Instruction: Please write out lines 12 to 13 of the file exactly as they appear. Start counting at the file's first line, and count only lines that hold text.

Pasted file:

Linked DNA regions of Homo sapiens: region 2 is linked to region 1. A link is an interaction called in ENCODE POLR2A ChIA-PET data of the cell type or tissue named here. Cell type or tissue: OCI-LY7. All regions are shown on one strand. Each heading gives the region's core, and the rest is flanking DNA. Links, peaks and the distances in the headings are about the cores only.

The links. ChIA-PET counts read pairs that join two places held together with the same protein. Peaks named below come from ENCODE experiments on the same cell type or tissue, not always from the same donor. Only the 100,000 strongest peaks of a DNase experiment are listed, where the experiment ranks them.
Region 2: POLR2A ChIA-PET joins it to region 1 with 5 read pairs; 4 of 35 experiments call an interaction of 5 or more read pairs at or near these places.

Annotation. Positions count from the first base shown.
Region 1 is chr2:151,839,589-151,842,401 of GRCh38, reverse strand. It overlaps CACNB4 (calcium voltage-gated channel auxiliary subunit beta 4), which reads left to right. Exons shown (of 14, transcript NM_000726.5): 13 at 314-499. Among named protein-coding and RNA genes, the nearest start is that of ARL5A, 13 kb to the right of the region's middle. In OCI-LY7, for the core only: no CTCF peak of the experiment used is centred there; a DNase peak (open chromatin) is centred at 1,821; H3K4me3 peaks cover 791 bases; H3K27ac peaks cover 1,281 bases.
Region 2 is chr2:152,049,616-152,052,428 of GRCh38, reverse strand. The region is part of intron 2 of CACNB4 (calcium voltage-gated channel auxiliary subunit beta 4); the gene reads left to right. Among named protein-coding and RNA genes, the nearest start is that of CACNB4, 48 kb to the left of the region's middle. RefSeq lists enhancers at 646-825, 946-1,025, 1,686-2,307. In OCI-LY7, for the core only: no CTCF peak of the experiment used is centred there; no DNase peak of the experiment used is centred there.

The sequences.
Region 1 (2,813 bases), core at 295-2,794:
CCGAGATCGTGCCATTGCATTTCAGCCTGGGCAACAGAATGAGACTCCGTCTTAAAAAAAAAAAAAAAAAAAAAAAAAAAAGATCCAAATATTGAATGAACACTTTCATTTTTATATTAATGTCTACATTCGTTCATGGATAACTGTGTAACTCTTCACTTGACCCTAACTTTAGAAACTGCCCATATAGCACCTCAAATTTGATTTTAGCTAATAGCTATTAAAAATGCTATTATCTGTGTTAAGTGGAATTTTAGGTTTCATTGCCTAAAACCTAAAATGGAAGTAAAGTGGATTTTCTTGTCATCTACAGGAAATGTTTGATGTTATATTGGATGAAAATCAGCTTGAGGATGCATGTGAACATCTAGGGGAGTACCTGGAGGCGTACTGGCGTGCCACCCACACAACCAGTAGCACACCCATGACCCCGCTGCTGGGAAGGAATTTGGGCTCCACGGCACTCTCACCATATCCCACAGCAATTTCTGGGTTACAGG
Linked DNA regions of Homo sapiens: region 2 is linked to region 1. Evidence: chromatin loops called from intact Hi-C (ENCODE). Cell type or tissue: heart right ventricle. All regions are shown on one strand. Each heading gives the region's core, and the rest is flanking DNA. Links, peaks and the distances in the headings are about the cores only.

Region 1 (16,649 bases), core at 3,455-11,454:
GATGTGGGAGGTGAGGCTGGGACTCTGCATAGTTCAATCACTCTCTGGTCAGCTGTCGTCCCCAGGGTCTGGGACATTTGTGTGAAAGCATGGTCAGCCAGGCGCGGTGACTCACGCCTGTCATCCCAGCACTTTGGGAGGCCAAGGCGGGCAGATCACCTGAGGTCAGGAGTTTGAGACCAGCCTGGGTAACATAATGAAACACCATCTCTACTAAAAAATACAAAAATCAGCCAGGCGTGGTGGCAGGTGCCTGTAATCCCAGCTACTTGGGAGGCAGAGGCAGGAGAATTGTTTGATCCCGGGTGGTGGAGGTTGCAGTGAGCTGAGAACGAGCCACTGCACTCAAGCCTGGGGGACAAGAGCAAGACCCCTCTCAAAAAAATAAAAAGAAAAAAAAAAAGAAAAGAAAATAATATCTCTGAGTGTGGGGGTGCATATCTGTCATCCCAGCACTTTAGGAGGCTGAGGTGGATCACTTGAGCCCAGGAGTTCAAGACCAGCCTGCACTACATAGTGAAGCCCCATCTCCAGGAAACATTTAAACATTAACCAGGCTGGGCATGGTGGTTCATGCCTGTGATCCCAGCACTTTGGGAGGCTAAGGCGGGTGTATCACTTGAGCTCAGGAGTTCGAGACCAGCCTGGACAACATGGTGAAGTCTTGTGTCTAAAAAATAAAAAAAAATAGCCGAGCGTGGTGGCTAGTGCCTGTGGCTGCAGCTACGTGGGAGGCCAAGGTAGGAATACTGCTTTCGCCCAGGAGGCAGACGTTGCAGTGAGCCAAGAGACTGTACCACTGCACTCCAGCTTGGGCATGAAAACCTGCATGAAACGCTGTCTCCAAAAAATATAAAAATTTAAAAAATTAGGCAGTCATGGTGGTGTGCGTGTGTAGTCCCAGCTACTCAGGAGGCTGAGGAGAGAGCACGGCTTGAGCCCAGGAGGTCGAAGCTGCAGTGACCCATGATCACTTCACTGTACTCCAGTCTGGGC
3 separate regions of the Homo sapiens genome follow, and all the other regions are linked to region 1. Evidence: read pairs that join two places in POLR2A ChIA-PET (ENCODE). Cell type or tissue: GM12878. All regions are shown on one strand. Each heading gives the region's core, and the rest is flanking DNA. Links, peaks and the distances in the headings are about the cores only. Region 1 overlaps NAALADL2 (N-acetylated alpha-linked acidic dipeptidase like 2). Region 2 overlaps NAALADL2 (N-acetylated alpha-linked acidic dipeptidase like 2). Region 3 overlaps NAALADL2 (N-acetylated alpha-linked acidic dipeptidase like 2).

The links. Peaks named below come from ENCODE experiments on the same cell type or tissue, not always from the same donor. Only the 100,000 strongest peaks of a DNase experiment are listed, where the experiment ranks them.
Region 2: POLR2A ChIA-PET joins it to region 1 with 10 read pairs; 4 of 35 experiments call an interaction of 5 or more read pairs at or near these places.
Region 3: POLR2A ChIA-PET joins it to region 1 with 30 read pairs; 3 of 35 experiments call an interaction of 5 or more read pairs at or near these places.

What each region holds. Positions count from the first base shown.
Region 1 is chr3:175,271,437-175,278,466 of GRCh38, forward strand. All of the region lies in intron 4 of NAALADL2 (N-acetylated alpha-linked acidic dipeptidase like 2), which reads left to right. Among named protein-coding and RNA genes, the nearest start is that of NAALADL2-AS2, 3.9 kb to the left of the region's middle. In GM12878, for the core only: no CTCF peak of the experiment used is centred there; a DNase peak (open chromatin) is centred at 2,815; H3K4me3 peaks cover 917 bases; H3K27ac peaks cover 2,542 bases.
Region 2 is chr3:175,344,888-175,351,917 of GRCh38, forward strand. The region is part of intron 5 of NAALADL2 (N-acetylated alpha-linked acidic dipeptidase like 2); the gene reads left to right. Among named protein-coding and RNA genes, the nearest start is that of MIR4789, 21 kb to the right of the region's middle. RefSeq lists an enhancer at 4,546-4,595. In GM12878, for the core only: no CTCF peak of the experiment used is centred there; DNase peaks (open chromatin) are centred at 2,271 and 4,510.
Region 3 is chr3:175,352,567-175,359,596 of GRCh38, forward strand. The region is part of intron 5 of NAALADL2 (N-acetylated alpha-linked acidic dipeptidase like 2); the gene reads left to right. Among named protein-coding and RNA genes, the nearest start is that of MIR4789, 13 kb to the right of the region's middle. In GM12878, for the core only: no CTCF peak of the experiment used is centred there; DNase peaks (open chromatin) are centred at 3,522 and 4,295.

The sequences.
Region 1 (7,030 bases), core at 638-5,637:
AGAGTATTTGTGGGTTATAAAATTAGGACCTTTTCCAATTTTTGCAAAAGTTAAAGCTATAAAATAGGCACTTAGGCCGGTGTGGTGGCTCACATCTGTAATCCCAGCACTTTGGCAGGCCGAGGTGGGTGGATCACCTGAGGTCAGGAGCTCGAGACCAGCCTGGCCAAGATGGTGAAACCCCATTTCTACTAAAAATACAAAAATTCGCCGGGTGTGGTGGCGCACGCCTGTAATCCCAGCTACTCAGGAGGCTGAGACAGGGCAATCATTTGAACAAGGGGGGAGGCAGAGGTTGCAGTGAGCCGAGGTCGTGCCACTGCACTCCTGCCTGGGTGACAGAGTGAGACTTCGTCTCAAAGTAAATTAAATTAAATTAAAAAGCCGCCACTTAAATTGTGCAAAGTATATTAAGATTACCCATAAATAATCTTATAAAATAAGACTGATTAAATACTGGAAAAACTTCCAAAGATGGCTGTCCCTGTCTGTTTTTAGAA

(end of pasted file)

GATGTGGGAGGTGAGGCTGGGACTCTGCATAGTTCAATCACTCTCTGGTCAGCTGTCGTCCCCAGGGTCTGGGACATTTGTGTGAAAGCATGGTCAGCCAGGCGCGGTGACTCACGCCTGTCATCCCAGCACTTTGGGAGGCCAAGGCGGGCAGATCACCTGAGGTCAGGAGTTTGAGACCAGCCTGGGTAACATAATGAAACACCATCTCTACTAAAAAATACAAAAATCAGCCAGGCGTGGTGGCAGGTGCCTGTAATCCCAGCTACTTGGGAGGCAGAGGCAGGAGAATTGTTTGATCCCGGGTGGTGGAGGTTGCAGTGAGCTGAGAACGAGCCACTGCACTCAAGCCTGGGGGACAAGAGCAAGACCCCTCTCAAAAAAATAAAAAGAAAAAAAAAAAGAAAAGAAAATAATATCTCTGAGTGTGGGGGTGCATATCTGTCATCCCAGCACTTTAGGAGGCTGAGGTGGATCACTTGAGCCCAGGAGTTCAAGACCAGCCTGCACTACATAGTGAAGCCCCATCTCCAGGAAACATTTAAACATTAACCAGGCTGGGCATGGTGGTTCATGCCTGTGATCCCAGCACTTTGGGAGGCTAAGGCGGGTGTATCACTTGAGCTCAGGAGTTCGAGACCAGCCTGGACAACATGGTGAAGTCTTGTGTCTAAAAAATAAAAAAAAATAGCCGAGCGTGGTGGCTAGTGCCTGTGGCTGCAGCTACGTGGGAGGCCAAGGTAGGAATACTGCTTTCGCCCAGGAGGCAGACGTTGCAGTGAGCCAAGAGACTGTACCACTGCACTCCAGCTTGGGCATGAAAACCTGCATGAAACGCTGTCTCCAAAAAATATAAAAATTTAAAAAATTAGGCAGTCATGGTGGTGTGCGTGTGTAGTCCCAGCTACTCAGGAGGCTGAGGAGAGAGCACGGCTTGAGCCCAGGAGGTCGAAGCTGCAGTGACCCATGATCACTTCACTGTACTCCAGTCTGGGC
3 separate regions of the Homo sapiens genome follow, and all the other regions are linked to region 1. Evidence: read pairs that join two places in POLR2A ChIA-PET (ENCODE). Cell type or tissue: GM12878. All regions are shown on one strand. Each heading gives the region's core, and the rest is flanking DNA. Links, peaks and the distances in the headings are about the cores only. Region 1 overlaps NAALADL2 (N-acetylated alpha-linked acidic dipeptidase like 2). Region 2 overlaps NAALADL2 (N-acetylated alpha-linked acidic dipeptidase like 2). Region 3 overlaps NAALADL2 (N-acetylated alpha-linked acidic dipeptidase like 2).